Perhaps on Sunday evening or early this week, you watched John Oliver’s segment that shared the scary cycle of fast fashion companies getting in trouble for human rights violations and the rest of us quickly forgiving and forgetting.
It is a full 17 minutes, but I hope you’ll forget about the fact that our attention spans have disappeared and stick it out for the full video.
Why? Because we have to recognize this as a significant moment. No, we didn’t do enough after the Rana Plaza factory collapse and the subsequent factory fires that led to the creation of Fashion Revolution Day whose anniversary was April 24. Just like we didn’t do enough after all the tragedies since the early 1990s caused by the pursuit of ever cheaper clothing that John highlights in this feature. But it is a significant moment when an extremely popular tv show that is only 30 minutes long gives more than half of the show over to reminding us how we (this means you and me) are letting this pattern continue.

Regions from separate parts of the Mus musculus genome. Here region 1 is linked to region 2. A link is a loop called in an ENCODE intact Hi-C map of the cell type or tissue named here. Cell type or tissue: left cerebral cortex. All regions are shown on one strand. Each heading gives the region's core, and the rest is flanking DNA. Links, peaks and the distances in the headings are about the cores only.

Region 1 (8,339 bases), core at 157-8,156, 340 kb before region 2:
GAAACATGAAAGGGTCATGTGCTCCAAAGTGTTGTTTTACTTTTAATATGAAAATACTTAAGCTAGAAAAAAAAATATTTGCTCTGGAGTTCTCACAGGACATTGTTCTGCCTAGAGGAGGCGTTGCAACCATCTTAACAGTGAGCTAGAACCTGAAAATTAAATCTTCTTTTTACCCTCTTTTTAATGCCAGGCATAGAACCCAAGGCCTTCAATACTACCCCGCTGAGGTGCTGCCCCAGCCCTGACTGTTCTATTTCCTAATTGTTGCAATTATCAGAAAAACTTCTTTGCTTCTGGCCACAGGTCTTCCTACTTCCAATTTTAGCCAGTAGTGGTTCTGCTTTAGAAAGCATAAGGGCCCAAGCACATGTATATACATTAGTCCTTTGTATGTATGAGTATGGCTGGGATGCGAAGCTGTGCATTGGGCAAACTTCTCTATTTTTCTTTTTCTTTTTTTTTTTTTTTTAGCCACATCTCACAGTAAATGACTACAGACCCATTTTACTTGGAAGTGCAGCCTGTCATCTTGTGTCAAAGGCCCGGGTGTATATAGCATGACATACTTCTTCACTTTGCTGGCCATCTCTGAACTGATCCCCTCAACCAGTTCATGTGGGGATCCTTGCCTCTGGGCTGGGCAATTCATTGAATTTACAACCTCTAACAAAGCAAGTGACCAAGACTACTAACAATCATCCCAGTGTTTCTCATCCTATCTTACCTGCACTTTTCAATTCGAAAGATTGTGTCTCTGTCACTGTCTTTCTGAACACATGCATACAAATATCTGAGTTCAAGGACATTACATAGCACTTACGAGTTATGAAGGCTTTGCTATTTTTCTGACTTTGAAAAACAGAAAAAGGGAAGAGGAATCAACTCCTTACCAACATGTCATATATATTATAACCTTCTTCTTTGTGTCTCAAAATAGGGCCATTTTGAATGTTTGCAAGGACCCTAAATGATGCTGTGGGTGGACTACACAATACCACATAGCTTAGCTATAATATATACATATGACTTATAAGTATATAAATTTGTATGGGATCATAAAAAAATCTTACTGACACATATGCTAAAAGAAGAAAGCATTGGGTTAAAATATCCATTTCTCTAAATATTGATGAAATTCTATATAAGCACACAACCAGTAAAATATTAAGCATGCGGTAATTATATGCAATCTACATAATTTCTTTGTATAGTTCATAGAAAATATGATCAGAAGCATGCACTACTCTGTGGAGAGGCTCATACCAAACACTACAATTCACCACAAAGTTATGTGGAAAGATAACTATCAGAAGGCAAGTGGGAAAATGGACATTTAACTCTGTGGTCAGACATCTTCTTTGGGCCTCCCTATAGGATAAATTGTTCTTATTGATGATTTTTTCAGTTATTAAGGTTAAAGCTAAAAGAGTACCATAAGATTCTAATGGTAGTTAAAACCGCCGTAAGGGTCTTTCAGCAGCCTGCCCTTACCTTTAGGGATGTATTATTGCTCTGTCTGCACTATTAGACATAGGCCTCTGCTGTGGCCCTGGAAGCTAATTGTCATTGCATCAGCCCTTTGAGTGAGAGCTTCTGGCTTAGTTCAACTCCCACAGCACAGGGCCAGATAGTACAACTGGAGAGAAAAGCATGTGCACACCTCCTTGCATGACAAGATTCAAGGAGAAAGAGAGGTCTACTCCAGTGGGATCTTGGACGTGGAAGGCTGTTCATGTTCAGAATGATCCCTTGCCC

I will say that Gap, which is the company in focus for majority of the video, is not the worst offender. Who is? Every store you’ve ever been in where you’ve exclaimed “I can’t believe how cheap this is.” Sometimes that is Gap, but it’s also Forever21, H&M, Zara, Target, Walmart, American Eagle Outfitters, Old Navy, Topshop, Kohl’s, Joe Fresh, and so many more.
Many of these companies are in reputable industry organizations and have CSR departments and compliance teams. Some of them have really innovative programs for trying to improve on environmental issues. But at the end of the day, a $5 t-shirt and a $20 blouse need to cause us to raise our eyebrows and ask ourselves “but how?”.
The next step is action, but today, I hope you’ll take some time to watch the video, notice the patterns, see the cycle, and decide whether you want to do something about it.